What Did The Munsters Look Like In Color?

As was its ABC competitor "The Addams Family," "The Munsters" was a sitcom centered on a family of Hollywood monster-inspired characters. Airing between 1964 and 1966 (also like "The Addams Family"), it reached viewers as a black-and-white program. This was the result of budgetary constraints rather than any technical challenges of the time, as the pilot episode was originally filmed in color (via MeTV). While it admittedly helped affect the atmosphere of earlier monster movies, this move is arguably what led to its cancellation in 1966. 

As Decider speculates, it is possible that the growing standard of color in television shows drew enough viewers away that "The Munsters" was seen as too out of date and forced by CBS to leave America's screens. This can beg the question, what would it have been like had "The Munsters" been in color? That can actually be easily answered, as in the 1966 film "Munster, Go Home!," fans could finally see what had been lying beneath the show's monochrome palate.

To see The Munsters in color, one fan went above and beyond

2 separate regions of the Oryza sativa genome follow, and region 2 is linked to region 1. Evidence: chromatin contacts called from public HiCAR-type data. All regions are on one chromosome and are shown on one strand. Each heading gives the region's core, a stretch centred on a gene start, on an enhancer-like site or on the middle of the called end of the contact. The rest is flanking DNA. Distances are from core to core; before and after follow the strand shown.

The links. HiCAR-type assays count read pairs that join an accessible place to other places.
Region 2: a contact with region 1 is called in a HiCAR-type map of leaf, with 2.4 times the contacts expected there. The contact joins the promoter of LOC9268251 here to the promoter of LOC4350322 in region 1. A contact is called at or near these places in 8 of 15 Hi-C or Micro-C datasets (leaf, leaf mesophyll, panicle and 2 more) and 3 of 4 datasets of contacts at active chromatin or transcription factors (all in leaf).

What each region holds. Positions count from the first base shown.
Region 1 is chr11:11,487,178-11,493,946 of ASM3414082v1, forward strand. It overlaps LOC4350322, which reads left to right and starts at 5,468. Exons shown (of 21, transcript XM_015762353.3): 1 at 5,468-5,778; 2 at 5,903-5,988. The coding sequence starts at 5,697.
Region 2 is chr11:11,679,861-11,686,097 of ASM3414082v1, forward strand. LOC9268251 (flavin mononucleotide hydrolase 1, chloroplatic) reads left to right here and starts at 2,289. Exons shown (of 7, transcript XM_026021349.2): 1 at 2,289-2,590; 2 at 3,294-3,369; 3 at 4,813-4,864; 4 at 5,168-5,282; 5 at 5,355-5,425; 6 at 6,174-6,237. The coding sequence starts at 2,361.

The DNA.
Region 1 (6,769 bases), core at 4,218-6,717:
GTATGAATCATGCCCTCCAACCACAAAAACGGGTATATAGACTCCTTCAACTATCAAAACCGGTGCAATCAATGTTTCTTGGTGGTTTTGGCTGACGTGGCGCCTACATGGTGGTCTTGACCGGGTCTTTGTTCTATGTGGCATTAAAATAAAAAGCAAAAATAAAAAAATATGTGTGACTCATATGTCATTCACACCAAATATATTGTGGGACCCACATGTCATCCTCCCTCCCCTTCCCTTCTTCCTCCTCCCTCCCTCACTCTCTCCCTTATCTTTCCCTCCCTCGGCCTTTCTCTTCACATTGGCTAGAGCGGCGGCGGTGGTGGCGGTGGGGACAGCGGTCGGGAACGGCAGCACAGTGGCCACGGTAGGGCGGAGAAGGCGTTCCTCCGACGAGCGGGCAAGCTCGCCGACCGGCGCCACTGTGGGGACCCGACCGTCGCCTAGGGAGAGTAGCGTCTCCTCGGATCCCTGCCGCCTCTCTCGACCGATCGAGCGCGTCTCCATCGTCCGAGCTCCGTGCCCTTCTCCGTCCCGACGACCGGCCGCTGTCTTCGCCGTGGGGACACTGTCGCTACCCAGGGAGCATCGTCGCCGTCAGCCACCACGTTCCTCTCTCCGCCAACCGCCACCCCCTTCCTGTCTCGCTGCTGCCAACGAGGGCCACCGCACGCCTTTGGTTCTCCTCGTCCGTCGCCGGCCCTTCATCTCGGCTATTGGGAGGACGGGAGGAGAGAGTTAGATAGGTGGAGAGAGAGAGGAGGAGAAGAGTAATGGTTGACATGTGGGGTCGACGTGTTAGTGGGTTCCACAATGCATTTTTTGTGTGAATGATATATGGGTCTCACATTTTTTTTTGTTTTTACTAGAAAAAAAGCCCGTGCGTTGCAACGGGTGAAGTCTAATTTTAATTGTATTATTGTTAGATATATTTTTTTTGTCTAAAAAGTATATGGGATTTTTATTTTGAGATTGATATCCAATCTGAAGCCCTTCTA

While the film was stylistically a substantial shift from the show, it was not enough to reverse their cancellation a few months prior. This fact was hammered in by the greater success of "Batman: The Movie" — which premiered at the same time. Cast members such as Butch Patrick, who played Eddie Munster, even cite "Batman" as the primary reason for the sitcom's demise (via the Daily Mail). In spite of the networks losing faith in both "The Munsters" and "The Addams Family" (which, according to MentalFloss, was also canceled in 1966 for potentially similar reasons), new life had been breathed into both in the form of multiple post-cancellation films.

For some, however, this was not enough to satisfy their nostalgia. In 2015, there was a fan who did his utmost to see that the Munsters were, in his eyes, properly brought back to life (via The A.V. Club). On his blog Pop Colorture, digital artist Zachary Smothers details how he managed to faithfully re-color the cult classic show's intro — inventing new techniques as he went along frame by frame to ensure his project looked as clear as possible. The result is a remarkable glimpse into what could have been if CBS had been willing to pay a bit more for color.